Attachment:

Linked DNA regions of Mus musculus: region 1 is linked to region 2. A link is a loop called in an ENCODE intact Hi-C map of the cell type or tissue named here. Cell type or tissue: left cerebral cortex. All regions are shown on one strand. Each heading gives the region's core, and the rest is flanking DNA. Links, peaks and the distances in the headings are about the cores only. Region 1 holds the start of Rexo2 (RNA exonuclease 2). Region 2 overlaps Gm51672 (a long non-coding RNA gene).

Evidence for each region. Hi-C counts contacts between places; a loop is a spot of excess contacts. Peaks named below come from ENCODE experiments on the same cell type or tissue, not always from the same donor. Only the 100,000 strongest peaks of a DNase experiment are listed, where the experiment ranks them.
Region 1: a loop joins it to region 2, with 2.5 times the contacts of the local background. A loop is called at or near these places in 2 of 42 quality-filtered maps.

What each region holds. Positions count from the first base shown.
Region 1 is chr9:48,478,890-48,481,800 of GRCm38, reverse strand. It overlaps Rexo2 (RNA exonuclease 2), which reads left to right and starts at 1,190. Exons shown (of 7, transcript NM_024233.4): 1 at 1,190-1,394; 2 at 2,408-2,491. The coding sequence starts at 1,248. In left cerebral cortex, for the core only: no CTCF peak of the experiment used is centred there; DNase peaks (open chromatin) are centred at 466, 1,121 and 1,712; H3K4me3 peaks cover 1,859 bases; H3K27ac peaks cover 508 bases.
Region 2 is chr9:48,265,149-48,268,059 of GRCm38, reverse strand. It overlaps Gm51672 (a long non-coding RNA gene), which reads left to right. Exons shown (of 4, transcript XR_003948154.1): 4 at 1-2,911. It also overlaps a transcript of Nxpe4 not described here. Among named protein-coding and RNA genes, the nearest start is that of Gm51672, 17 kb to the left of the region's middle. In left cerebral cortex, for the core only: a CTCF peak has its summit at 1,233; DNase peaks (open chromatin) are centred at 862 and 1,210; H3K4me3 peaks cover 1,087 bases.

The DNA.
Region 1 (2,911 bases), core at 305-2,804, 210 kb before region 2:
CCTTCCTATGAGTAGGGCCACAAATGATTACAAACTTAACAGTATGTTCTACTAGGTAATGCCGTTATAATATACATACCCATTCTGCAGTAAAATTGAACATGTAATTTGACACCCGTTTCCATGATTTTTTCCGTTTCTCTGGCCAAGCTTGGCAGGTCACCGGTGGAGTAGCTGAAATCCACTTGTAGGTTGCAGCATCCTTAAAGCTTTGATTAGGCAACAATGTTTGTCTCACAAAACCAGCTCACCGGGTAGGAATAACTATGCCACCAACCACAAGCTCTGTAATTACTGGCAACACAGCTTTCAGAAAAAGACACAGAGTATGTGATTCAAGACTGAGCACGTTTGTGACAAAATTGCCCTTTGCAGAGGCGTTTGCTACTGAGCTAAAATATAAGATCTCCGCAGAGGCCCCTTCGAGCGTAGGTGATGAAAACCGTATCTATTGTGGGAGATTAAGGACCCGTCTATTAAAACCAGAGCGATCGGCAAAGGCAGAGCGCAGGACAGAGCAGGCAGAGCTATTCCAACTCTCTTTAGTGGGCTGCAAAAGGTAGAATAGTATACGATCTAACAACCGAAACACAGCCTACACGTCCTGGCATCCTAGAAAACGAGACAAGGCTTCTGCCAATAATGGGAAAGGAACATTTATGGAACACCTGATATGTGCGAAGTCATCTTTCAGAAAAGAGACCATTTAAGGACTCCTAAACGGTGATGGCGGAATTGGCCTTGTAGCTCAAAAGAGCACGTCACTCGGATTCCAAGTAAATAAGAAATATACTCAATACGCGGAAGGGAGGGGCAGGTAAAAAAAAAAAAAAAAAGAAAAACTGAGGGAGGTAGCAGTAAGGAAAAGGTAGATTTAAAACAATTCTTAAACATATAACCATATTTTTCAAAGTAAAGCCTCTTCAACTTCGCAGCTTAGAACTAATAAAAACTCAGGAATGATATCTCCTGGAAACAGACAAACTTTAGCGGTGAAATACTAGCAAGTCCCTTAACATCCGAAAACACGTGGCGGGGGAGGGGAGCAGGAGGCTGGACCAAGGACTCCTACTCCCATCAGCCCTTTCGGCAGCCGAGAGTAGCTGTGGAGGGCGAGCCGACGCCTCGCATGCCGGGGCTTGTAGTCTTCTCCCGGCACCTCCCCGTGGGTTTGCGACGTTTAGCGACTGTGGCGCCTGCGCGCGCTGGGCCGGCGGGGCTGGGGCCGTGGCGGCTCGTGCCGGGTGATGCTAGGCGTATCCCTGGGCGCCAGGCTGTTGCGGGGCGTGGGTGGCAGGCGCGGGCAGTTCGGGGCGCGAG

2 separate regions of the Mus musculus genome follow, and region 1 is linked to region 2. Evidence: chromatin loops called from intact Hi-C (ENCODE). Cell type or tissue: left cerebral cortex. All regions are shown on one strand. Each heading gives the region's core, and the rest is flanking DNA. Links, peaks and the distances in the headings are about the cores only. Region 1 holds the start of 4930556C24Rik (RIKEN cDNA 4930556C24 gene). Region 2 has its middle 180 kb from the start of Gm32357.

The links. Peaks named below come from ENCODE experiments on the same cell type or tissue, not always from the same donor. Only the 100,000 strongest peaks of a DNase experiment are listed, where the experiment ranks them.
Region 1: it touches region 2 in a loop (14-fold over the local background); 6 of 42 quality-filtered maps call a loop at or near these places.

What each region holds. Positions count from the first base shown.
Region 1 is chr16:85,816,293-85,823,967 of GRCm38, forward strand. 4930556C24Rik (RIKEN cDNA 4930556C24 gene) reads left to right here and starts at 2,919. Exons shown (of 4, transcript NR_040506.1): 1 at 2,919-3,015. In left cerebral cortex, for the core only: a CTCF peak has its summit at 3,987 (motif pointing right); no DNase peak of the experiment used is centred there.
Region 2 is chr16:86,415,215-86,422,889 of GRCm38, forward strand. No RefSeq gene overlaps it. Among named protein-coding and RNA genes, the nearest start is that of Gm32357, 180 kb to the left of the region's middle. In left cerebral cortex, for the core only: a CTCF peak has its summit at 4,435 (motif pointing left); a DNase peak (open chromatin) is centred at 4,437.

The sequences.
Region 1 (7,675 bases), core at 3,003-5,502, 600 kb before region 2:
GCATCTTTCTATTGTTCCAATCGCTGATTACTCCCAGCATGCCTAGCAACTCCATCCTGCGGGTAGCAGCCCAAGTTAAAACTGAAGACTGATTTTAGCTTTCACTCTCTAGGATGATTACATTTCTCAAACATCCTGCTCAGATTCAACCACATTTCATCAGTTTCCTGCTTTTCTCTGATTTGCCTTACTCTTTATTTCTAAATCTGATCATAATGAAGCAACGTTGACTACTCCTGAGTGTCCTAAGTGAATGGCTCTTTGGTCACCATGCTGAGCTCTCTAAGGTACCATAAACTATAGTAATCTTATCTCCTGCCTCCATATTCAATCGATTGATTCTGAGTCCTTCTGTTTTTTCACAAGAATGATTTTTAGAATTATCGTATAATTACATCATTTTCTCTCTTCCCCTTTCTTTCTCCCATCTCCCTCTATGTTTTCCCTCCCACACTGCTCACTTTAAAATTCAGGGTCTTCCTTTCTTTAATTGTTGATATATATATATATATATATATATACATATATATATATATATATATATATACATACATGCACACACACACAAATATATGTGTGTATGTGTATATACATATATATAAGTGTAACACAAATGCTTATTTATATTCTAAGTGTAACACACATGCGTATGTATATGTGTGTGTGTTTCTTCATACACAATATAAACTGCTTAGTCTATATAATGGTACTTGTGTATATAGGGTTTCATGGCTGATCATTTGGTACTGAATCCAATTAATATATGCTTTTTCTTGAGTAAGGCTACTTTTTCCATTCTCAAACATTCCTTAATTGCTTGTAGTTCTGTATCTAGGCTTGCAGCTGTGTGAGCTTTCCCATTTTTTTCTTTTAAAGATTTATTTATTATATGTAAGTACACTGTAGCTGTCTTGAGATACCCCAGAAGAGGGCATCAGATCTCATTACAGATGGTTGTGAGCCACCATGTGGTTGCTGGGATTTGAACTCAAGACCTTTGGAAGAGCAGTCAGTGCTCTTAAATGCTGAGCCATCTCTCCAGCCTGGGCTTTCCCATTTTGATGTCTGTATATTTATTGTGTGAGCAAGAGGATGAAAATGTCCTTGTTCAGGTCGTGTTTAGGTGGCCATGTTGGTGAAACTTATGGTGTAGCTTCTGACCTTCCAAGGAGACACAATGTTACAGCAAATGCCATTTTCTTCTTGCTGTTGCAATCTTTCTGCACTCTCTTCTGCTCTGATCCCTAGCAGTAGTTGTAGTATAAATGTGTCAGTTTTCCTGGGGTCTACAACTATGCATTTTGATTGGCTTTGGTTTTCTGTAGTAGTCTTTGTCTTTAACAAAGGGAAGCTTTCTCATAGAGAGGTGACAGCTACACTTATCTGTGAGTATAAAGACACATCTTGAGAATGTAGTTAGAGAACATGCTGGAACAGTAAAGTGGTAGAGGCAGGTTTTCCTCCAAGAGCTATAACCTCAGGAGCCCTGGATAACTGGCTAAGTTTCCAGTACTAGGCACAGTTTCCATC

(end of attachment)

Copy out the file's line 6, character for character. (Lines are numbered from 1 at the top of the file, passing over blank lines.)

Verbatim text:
Region 2 is chr9:48,265,149-48,268,059 of GRCm38, reverse strand. It overlaps Gm51672 (a long non-coding RNA gene), which reads left to right. Exons shown (of 4, transcript XR_003948154.1): 4 at 1-2,911. It also overlaps a transcript of Nxpe4 not described here. Among named protein-coding and RNA genes, the nearest start is that of Gm51672, 17 kb to the left of the region's middle. In left cerebral cortex, for the core only: a CTCF peak has its summit at 1,233; DNase peaks (open chromatin) are centred at 862 and 1,210; H3K4me3 peaks cover 1,087 bases.